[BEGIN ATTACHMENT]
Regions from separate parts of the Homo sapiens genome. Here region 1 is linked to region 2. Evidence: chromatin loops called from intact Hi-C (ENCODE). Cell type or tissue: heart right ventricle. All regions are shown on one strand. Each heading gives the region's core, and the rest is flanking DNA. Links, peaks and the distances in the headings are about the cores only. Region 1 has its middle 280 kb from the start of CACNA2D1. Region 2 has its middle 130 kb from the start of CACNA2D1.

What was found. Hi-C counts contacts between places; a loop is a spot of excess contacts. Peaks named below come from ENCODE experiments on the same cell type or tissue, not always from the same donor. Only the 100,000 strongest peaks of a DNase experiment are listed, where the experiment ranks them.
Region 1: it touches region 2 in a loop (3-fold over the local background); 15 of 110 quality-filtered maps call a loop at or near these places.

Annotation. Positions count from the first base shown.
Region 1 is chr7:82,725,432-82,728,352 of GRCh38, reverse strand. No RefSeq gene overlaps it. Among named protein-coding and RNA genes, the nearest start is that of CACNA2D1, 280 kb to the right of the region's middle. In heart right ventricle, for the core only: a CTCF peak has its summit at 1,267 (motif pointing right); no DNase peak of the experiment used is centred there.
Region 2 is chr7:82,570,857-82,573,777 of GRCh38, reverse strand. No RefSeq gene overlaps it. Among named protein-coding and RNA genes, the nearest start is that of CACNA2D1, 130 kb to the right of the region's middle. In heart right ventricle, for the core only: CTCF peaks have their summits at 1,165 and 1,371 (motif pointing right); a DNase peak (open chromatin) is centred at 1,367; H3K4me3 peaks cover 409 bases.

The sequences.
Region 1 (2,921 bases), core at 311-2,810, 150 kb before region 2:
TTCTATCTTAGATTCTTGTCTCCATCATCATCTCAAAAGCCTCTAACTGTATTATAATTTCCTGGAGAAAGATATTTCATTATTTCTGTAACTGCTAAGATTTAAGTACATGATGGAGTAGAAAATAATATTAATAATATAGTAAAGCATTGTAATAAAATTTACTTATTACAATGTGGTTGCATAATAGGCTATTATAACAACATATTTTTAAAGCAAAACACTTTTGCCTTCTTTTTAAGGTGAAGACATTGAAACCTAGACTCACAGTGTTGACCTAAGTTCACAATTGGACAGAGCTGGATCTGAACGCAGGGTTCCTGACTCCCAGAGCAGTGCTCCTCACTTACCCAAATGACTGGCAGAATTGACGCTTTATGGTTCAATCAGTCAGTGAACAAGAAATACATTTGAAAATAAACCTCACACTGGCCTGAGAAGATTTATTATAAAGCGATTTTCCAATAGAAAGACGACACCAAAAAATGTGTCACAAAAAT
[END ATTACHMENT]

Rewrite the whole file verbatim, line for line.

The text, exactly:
Regions from separate parts of the Homo sapiens genome. Here region 1 is linked to region 2. Evidence: chromatin loops called from intact Hi-C (ENCODE). Cell type or tissue: heart right ventricle. All regions are shown on one strand. Each heading gives the region's core, and the rest is flanking DNA. Links, peaks and the distances in the headings are about the cores only. Region 1 has its middle 280 kb from the start of CACNA2D1. Region 2 has its middle 130 kb from the start of CACNA2D1.

What was found. Hi-C counts contacts between places; a loop is a spot of excess contacts. Peaks named below come from ENCODE experiments on the same cell type or tissue, not always from the same donor. Only the 100,000 strongest peaks of a DNase experiment are listed, where the experiment ranks them.
Region 1: it touches region 2 in a loop (3-fold over the local background); 15 of 110 quality-filtered maps call a loop at or near these places.

Annotation. Positions count from the first base shown.
Region 1 is chr7:82,725,432-82,728,352 of GRCh38, reverse strand. No RefSeq gene overlaps it. Among named protein-coding and RNA genes, the nearest start is that of CACNA2D1, 280 kb to the right of the region's middle. In heart right ventricle, for the core only: a CTCF peak has its summit at 1,267 (motif pointing right); no DNase peak of the experiment used is centred there.
Region 2 is chr7:82,570,857-82,573,777 of GRCh38, reverse strand. No RefSeq gene overlaps it. Among named protein-coding and RNA genes, the nearest start is that of CACNA2D1, 130 kb to the right of the region's middle. In heart right ventricle, for the core only: CTCF peaks have their summits at 1,165 and 1,371 (motif pointing right); a DNase peak (open chromatin) is centred at 1,367; H3K4me3 peaks cover 409 bases.

The sequences.
Region 1 (2,921 bases), core at 311-2,810, 150 kb before region 2:
TTCTATCTTAGATTCTTGTCTCCATCATCATCTCAAAAGCCTCTAACTGTATTATAATTTCCTGGAGAAAGATATTTCATTATTTCTGTAACTGCTAAGATTTAAGTACATGATGGAGTAGAAAATAATATTAATAATATAGTAAAGCATTGTAATAAAATTTACTTATTACAATGTGGTTGCATAATAGGCTATTATAACAACATATTTTTAAAGCAAAACACTTTTGCCTTCTTTTTAAGGTGAAGACATTGAAACCTAGACTCACAGTGTTGACCTAAGTTCACAATTGGACAGAGCTGGATCTGAACGCAGGGTTCCTGACTCCCAGAGCAGTGCTCCTCACTTACCCAAATGACTGGCAGAATTGACGCTTTATGGTTCAATCAGTCAGTGAACAAGAAATACATTTGAAAATAAACCTCACACTGGCCTGAGAAGATTTATTATAAAGCGATTTTCCAATAGAAAGACGACACCAAAAAATGTGTCACAAAAAT